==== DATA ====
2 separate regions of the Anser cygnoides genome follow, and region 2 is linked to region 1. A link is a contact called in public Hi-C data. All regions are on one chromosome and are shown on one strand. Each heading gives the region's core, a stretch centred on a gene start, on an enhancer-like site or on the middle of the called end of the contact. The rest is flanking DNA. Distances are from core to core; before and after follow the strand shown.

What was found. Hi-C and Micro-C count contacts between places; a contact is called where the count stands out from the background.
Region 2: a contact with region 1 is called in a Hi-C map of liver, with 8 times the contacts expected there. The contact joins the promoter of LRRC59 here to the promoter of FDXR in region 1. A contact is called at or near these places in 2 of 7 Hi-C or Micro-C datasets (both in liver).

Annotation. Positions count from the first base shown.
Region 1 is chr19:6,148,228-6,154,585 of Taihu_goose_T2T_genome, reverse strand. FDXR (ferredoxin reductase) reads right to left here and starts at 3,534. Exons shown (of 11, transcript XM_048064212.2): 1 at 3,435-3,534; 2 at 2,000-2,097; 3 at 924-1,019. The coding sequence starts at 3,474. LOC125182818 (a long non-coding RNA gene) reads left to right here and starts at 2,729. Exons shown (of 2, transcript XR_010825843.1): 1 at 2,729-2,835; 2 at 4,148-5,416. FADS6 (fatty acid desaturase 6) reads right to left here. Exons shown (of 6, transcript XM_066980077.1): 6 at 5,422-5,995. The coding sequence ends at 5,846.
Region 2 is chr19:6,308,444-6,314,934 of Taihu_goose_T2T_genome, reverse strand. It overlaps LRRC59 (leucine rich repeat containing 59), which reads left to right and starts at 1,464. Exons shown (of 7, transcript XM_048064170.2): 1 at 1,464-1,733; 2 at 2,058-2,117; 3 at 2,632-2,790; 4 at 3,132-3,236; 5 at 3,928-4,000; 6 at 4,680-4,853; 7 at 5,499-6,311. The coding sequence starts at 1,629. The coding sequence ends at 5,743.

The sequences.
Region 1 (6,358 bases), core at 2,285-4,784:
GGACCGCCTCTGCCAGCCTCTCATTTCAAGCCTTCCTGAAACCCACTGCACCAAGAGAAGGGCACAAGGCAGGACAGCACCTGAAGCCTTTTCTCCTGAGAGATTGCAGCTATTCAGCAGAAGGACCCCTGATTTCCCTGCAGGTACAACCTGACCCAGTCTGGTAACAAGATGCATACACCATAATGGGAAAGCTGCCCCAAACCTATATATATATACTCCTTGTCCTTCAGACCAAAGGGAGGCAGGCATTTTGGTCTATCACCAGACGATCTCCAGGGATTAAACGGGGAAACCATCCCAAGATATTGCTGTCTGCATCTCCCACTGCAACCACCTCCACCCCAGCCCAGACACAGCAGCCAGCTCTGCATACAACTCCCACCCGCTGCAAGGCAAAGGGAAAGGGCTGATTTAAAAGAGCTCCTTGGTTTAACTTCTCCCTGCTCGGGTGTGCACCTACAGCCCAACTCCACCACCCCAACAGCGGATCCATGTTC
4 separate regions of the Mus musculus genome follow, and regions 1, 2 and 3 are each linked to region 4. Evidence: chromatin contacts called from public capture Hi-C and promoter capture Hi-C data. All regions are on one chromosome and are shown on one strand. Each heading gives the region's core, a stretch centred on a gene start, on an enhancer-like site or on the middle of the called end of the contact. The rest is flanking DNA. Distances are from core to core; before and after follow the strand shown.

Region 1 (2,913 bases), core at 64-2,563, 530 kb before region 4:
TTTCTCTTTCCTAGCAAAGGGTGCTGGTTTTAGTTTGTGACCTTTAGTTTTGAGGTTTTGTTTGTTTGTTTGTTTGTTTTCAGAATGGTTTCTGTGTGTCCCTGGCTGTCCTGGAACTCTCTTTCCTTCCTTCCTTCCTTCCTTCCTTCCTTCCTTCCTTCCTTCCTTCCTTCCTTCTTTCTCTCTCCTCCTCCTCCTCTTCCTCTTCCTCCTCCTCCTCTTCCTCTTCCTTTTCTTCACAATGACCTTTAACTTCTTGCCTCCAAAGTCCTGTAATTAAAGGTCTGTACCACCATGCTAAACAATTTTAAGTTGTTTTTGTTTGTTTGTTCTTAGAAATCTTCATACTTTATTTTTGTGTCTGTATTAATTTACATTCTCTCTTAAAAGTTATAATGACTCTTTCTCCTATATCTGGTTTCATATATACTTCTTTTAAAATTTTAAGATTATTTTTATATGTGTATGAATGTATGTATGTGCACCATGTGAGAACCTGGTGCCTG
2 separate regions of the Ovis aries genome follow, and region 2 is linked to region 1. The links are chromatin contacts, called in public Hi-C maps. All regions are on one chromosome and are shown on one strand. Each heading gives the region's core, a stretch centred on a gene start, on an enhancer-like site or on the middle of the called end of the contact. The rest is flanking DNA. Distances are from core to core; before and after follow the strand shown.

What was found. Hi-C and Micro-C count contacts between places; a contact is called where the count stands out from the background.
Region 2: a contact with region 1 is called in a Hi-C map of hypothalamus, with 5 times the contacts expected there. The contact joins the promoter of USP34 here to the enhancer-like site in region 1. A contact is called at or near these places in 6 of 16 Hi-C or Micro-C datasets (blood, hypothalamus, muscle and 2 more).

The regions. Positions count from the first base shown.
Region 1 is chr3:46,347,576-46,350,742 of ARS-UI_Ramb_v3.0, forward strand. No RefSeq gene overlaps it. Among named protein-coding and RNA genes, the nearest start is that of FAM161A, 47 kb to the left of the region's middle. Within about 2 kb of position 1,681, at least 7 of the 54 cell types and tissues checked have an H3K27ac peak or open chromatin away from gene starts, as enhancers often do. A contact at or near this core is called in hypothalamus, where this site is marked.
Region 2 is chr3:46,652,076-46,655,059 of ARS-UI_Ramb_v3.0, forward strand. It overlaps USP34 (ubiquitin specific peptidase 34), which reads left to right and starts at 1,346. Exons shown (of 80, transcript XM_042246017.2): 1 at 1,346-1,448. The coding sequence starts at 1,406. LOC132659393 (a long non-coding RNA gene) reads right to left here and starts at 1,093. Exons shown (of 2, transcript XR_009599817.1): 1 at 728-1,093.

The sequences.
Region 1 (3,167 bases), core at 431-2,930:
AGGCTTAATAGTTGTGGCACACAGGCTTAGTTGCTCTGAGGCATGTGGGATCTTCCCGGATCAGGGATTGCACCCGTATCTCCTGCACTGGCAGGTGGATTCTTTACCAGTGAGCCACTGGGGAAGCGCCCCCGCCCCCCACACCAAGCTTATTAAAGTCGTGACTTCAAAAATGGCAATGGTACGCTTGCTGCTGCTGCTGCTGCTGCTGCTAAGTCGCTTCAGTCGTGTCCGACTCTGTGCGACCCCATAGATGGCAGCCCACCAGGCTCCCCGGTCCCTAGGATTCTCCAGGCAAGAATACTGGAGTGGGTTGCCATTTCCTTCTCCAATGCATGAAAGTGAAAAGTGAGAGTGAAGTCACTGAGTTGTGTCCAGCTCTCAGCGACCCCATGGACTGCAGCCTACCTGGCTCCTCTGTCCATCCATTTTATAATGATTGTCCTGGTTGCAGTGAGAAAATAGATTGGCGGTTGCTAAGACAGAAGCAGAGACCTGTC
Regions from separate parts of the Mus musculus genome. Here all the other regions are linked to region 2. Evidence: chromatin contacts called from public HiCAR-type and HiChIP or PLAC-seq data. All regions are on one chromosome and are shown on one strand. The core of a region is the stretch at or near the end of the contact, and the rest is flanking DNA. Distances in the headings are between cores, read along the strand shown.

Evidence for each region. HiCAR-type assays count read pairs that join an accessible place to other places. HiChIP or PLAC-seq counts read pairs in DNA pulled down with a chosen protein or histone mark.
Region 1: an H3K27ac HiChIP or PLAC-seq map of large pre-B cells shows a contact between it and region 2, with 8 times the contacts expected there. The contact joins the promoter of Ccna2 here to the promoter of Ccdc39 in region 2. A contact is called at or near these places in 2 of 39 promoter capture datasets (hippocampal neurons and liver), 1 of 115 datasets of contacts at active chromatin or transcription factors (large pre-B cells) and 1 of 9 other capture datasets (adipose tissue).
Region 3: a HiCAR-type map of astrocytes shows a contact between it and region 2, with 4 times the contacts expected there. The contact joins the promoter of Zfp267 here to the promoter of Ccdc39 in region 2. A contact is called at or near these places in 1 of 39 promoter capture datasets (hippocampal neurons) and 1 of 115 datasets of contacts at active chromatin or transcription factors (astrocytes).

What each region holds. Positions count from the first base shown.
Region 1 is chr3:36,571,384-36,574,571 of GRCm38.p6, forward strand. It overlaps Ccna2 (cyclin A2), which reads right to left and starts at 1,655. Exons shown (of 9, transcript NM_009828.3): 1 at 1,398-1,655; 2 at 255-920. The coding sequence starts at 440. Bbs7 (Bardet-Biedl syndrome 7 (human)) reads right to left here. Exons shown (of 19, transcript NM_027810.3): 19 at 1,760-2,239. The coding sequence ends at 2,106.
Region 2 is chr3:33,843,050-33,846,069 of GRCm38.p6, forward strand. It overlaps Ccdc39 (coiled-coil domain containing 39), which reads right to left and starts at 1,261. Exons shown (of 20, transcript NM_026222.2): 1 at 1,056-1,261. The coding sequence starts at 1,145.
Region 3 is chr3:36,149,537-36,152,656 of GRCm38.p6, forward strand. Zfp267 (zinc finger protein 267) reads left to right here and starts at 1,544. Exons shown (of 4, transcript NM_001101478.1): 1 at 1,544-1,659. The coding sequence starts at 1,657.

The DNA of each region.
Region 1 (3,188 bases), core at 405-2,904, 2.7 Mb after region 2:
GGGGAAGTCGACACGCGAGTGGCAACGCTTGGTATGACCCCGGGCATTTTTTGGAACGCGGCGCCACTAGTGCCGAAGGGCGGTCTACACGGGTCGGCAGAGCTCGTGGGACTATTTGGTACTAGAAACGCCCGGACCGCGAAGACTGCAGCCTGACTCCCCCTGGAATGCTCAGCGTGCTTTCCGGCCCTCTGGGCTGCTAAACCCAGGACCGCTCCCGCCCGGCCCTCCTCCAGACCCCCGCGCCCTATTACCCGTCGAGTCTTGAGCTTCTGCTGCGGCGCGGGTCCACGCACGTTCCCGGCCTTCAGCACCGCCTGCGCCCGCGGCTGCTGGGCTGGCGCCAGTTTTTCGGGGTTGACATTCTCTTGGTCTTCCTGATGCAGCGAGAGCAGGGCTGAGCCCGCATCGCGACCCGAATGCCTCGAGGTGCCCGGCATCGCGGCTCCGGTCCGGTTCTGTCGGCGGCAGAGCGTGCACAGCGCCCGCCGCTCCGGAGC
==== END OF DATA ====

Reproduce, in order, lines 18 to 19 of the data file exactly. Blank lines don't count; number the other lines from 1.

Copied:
Region 2 is chr3:46,652,076-46,655,059 of ARS-UI_Ramb_v3.0, forward strand. It overlaps USP34 (ubiquitin specific peptidase 34), which reads left to right and starts at 1,346. Exons shown (of 80, transcript XM_042246017.2): 1 at 1,346-1,448. The coding sequence starts at 1,406. LOC132659393 (a long non-coding RNA gene) reads right to left here and starts at 1,093. Exons shown (of 2, transcript XR_009599817.1): 1 at 728-1,093.

The sequences.